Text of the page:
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From Daniel Fagerstrom <>
Subject Re: [RT] Escaping Sitemap Hell
Date Thu, 06 Jan 2005 11:37:19 GMT
Niclas Hedhman wrote:

>On Thursday 06 January 2005 08:54, Daniel Fagerstrom wrote:
>Good post !
Thanks :)

>>But you shouldn't require your user to remember
>>different URLs for different clients, thats a task for server driven
>>content negotiation.
>>Using .html is not especially future proof, should all links become
>>invalid when you decide to reimplement your site with dynamic SVG?
>I have thought about this a million times over the last 5 years, and first 
>concluded "yeah, let's do that", and then back tracked since the file system 
>is not 'negotiating' and having the same stuff working locally is always a 
>big plus.
Are you refering to the Forrest kind of situation where you can generate 
a static "site" at your hard disk and access it directly?

Even in such situations you could, at least in principle, do format 
negotiation by leting the "cool" file URL point to a html page that has 
alternate media type liks, Then 
the media type links in turn points to the screen, tty, projection, 
handheld, print etc page that the browser can use, depending on its 
preferences. The altenate media pages could in turn have a bookmark link 
that point to the cool URL. I don't know if this works well in practice 
with common browsers.

As I'm rather fed up with the URL space hell that I have created in my 
own applications, I choosed to take a fundamentalistic view concerning 
"fixed and independed semantics" of URLs to see where it leads. And as 
you could see in the second half of my post it is not only some file 
systems that have limited support for cool URLs, AFAIK Cocoons support 
is rather limited as well.

Now in practice I think that URL space design have similarities with API 
design. For some externally used intefaces and URLs, the cost of change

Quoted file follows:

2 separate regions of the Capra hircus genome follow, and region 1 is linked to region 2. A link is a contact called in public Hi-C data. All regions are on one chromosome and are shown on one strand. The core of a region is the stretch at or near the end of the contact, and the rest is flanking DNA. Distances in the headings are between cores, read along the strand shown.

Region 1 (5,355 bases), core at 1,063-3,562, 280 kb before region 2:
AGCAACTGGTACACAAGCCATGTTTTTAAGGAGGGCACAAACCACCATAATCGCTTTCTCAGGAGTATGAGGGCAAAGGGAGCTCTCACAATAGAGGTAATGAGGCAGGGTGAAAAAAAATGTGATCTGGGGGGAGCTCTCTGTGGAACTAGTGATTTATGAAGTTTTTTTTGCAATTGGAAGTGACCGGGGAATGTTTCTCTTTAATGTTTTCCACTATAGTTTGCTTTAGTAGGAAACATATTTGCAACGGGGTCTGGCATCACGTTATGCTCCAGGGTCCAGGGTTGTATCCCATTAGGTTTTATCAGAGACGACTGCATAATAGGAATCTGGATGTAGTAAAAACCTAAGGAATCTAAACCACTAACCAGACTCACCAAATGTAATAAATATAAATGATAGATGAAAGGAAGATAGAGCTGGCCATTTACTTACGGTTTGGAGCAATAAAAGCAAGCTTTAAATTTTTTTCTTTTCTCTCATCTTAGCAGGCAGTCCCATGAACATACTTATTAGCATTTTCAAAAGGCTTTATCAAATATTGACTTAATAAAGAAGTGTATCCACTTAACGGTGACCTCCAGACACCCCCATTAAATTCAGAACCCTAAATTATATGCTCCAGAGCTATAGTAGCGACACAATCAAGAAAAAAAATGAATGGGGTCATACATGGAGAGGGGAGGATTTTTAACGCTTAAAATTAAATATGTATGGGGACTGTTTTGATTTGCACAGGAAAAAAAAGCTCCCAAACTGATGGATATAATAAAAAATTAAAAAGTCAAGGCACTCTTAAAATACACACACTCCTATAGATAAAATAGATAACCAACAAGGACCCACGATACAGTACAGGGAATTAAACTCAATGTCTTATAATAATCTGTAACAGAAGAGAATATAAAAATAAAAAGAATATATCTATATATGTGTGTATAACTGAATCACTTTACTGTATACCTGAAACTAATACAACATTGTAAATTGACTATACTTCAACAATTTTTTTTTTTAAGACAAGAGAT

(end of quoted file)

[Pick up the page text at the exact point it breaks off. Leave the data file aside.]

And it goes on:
is very high as many users depend on them, for internal interfaces and 
URLs the cost of change is much lower, so you don't need to care that 
much about the design. But exposing lots of internal implementation 
details in your APIs and URL spaces is often to ask for trouble.

>>But it is not a law of nature that it must be like that. It is
>>mainly a result of webapp development still being immature and 
>>the tools being far from perfect. Of course the user should be 
>>able to bookmark a useful form or wizard.
>Now you have the interesting thing of 'temporary URLs' used for session 
>sensitivity. How often doesn't one bookmark a page and later coming back 
>"Session has expired" type of resource not found??
>Would be real cool if the web app system could help dramatically in this 
The W3C note i refered to has some guidelines

My view is that we should strive for making it as easy as possible to 
follow god web practicies (like those described in, when using Cocoon.

>As a sidenote; Tapestry is battling with these types of problems as well (but 
>a somewhat different level), and handles it by allowing an interceptor in the 
>URL encoding/decoding phase.
Do you have any references that sumarize that?

> The internal URL space remains, and a 
>user-created component translates URLs back and forth between the public 
>space and the internal one.
That is similar to what I propose. The new tree structured sitemap 
translates public URLs to an internal space of (virtual) pipeline calls. 
Due to Cocoons dynamic nature the internal "URL space", is more abstract 
than file reference URLs, but we can (and probably should) make it an 
URL space anyway.

The XFrames URIs can serve as inspiration:


We can have:


Where relative URLs ("mydata.xml" in this case) are relative to the 
current context (actually it is a little bit more complicated The current 
context can be set at each level in the tree sitemap.

Thanks to the declarative nature of my proposed tree sitemap and that 
the wildcards are "typed" so that their range can be found, the sitemap 
can be inverted to a maping from internal URLs to external ones.


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